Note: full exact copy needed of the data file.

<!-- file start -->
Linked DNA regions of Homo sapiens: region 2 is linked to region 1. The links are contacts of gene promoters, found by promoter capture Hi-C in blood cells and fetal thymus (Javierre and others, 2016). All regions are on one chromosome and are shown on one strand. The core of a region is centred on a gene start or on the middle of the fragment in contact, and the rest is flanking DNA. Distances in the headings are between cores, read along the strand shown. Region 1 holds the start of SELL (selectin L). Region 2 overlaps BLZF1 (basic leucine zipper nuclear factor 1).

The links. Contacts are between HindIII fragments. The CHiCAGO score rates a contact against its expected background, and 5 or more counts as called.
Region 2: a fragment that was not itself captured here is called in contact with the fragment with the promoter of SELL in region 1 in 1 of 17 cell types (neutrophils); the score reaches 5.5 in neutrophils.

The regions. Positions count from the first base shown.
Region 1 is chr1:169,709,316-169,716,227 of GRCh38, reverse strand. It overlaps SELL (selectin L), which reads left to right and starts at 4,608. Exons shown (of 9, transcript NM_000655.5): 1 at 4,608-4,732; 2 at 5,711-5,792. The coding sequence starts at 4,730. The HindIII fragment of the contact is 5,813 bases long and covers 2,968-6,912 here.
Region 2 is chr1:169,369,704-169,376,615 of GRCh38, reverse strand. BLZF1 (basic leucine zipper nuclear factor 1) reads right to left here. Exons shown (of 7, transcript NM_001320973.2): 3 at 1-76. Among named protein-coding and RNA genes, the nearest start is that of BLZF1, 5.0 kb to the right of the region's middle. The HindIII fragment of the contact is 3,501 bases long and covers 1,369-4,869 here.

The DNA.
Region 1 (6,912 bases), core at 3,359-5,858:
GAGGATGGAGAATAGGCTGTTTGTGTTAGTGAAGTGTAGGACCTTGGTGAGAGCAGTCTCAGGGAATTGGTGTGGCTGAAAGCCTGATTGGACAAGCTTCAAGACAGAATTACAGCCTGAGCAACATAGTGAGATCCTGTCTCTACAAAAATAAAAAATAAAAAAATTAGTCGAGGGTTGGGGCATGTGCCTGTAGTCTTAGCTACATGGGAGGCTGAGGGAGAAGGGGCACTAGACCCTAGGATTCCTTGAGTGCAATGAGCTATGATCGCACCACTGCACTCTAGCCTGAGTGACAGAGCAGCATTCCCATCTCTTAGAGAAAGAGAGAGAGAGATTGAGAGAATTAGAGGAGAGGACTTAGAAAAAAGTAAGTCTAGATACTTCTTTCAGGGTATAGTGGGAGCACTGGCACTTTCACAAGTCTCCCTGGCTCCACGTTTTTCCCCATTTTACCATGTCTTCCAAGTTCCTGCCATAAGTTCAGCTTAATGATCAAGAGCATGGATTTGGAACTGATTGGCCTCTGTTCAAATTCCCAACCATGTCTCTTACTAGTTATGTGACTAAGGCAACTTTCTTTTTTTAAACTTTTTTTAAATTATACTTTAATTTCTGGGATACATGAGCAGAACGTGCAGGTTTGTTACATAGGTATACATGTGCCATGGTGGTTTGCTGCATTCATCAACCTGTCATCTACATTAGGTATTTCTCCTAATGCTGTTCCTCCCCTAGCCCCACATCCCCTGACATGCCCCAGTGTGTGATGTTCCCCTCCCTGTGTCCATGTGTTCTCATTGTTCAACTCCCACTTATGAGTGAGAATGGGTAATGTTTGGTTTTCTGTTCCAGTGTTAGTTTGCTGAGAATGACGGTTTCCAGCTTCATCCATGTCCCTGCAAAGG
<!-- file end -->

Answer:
Linked DNA regions of Homo sapiens: region 2 is linked to region 1. The links are contacts of gene promoters, found by promoter capture Hi-C in blood cells and fetal thymus (Javierre and others, 2016). All regions are on one chromosome and are shown on one strand. The core of a region is centred on a gene start or on the middle of the fragment in contact, and the rest is flanking DNA. Distances in the headings are between cores, read along the strand shown. Region 1 holds the start of SELL (selectin L). Region 2 overlaps BLZF1 (basic leucine zipper nuclear factor 1).

The links. Contacts are between HindIII fragments. The CHiCAGO score rates a contact against its expected background, and 5 or more counts as called.
Region 2: a fragment that was not itself captured here is called in contact with the fragment with the promoter of SELL in region 1 in 1 of 17 cell types (neutrophils); the score reaches 5.5 in neutrophils.

The regions. Positions count from the first base shown.
Region 1 is chr1:169,709,316-169,716,227 of GRCh38, reverse strand. It overlaps SELL (selectin L), which reads left to right and starts at 4,608. Exons shown (of 9, transcript NM_000655.5): 1 at 4,608-4,732; 2 at 5,711-5,792. The coding sequence starts at 4,730. The HindIII fragment of the contact is 5,813 bases long and covers 2,968-6,912 here.
Region 2 is chr1:169,369,704-169,376,615 of GRCh38, reverse strand. BLZF1 (basic leucine zipper nuclear factor 1) reads right to left here. Exons shown (of 7, transcript NM_001320973.2): 3 at 1-76. Among named protein-coding and RNA genes, the nearest start is that of BLZF1, 5.0 kb to the right of the region's middle. The HindIII fragment of the contact is 3,501 bases long and covers 1,369-4,869 here.

The DNA.
Region 1 (6,912 bases), core at 3,359-5,858:
GAGGATGGAGAATAGGCTGTTTGTGTTAGTGAAGTGTAGGACCTTGGTGAGAGCAGTCTCAGGGAATTGGTGTGGCTGAAAGCCTGATTGGACAAGCTTCAAGACAGAATTACAGCCTGAGCAACATAGTGAGATCCTGTCTCTACAAAAATAAAAAATAAAAAAATTAGTCGAGGGTTGGGGCATGTGCCTGTAGTCTTAGCTACATGGGAGGCTGAGGGAGAAGGGGCACTAGACCCTAGGATTCCTTGAGTGCAATGAGCTATGATCGCACCACTGCACTCTAGCCTGAGTGACAGAGCAGCATTCCCATCTCTTAGAGAAAGAGAGAGAGAGATTGAGAGAATTAGAGGAGAGGACTTAGAAAAAAGTAAGTCTAGATACTTCTTTCAGGGTATAGTGGGAGCACTGGCACTTTCACAAGTCTCCCTGGCTCCACGTTTTTCCCCATTTTACCATGTCTTCCAAGTTCCTGCCATAAGTTCAGCTTAATGATCAAGAGCATGGATTTGGAACTGATTGGCCTCTGTTCAAATTCCCAACCATGTCTCTTACTAGTTATGTGACTAAGGCAACTTTCTTTTTTTAAACTTTTTTTAAATTATACTTTAATTTCTGGGATACATGAGCAGAACGTGCAGGTTTGTTACATAGGTATACATGTGCCATGGTGGTTTGCTGCATTCATCAACCTGTCATCTACATTAGGTATTTCTCCTAATGCTGTTCCTCCCCTAGCCCCACATCCCCTGACATGCCCCAGTGTGTGATGTTCCCCTCCCTGTGTCCATGTGTTCTCATTGTTCAACTCCCACTTATGAGTGAGAATGGGTAATGTTTGGTTTTCTGTTCCAGTGTTAGTTTGCTGAGAATGACGGTTTCCAGCTTCATCCATGTCCCTGCAAAGG